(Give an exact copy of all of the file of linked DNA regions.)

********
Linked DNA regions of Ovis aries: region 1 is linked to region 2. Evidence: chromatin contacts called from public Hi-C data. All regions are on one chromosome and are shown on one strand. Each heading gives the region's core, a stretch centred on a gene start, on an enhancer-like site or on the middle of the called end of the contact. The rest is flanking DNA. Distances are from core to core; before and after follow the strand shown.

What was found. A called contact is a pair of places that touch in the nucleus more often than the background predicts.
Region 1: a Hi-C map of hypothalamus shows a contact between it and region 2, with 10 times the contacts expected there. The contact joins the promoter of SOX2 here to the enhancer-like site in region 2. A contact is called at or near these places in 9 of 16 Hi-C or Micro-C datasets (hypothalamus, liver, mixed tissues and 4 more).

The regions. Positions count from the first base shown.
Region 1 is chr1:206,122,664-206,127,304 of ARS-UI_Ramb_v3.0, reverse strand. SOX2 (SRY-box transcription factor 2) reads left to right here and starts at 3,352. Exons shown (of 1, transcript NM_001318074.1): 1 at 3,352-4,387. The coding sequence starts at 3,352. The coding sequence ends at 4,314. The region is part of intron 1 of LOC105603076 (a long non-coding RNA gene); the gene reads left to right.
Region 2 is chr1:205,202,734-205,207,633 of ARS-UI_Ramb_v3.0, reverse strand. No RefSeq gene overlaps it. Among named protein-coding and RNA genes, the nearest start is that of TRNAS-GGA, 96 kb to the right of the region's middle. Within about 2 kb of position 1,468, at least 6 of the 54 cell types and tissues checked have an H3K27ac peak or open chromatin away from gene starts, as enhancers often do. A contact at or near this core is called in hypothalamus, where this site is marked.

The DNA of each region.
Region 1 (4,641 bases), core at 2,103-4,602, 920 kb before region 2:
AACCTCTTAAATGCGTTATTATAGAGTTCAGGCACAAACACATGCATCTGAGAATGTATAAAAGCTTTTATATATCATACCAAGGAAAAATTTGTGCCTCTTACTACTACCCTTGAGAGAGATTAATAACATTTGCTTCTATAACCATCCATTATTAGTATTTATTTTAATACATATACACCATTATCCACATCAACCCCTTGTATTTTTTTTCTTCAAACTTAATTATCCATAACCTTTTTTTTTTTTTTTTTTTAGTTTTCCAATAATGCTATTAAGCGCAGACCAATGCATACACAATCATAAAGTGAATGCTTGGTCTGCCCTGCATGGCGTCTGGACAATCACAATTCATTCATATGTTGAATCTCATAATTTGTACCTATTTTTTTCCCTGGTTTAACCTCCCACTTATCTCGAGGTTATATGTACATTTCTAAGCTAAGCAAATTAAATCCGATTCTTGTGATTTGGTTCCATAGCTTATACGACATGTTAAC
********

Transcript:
Linked DNA regions of Ovis aries: region 1 is linked to region 2. Evidence: chromatin contacts called from public Hi-C data. All regions are on one chromosome and are shown on one strand. Each heading gives the region's core, a stretch centred on a gene start, on an enhancer-like site or on the middle of the called end of the contact. The rest is flanking DNA. Distances are from core to core; before and after follow the strand shown.

What was found. A called contact is a pair of places that touch in the nucleus more often than the background predicts.
Region 1: a Hi-C map of hypothalamus shows a contact between it and region 2, with 10 times the contacts expected there. The contact joins the promoter of SOX2 here to the enhancer-like site in region 2. A contact is called at or near these places in 9 of 16 Hi-C or Micro-C datasets (hypothalamus, liver, mixed tissues and 4 more).

The regions. Positions count from the first base shown.
Region 1 is chr1:206,122,664-206,127,304 of ARS-UI_Ramb_v3.0, reverse strand. SOX2 (SRY-box transcription factor 2) reads left to right here and starts at 3,352. Exons shown (of 1, transcript NM_001318074.1): 1 at 3,352-4,387. The coding sequence starts at 3,352. The coding sequence ends at 4,314. The region is part of intron 1 of LOC105603076 (a long non-coding RNA gene); the gene reads left to right.
Region 2 is chr1:205,202,734-205,207,633 of ARS-UI_Ramb_v3.0, reverse strand. No RefSeq gene overlaps it. Among named protein-coding and RNA genes, the nearest start is that of TRNAS-GGA, 96 kb to the right of the region's middle. Within about 2 kb of position 1,468, at least 6 of the 54 cell types and tissues checked have an H3K27ac peak or open chromatin away from gene starts, as enhancers often do. A contact at or near this core is called in hypothalamus, where this site is marked.

The DNA of each region.
Region 1 (4,641 bases), core at 2,103-4,602, 920 kb before region 2:
AACCTCTTAAATGCGTTATTATAGAGTTCAGGCACAAACACATGCATCTGAGAATGTATAAAAGCTTTTATATATCATACCAAGGAAAAATTTGTGCCTCTTACTACTACCCTTGAGAGAGATTAATAACATTTGCTTCTATAACCATCCATTATTAGTATTTATTTTAATACATATACACCATTATCCACATCAACCCCTTGTATTTTTTTTCTTCAAACTTAATTATCCATAACCTTTTTTTTTTTTTTTTTTTAGTTTTCCAATAATGCTATTAAGCGCAGACCAATGCATACACAATCATAAAGTGAATGCTTGGTCTGCCCTGCATGGCGTCTGGACAATCACAATTCATTCATATGTTGAATCTCATAATTTGTACCTATTTTTTTCCCTGGTTTAACCTCCCACTTATCTCGAGGTTATATGTACATTTCTAAGCTAAGCAAATTAAATCCGATTCTTGTGATTTGGTTCCATAGCTTATACGACATGTTAAC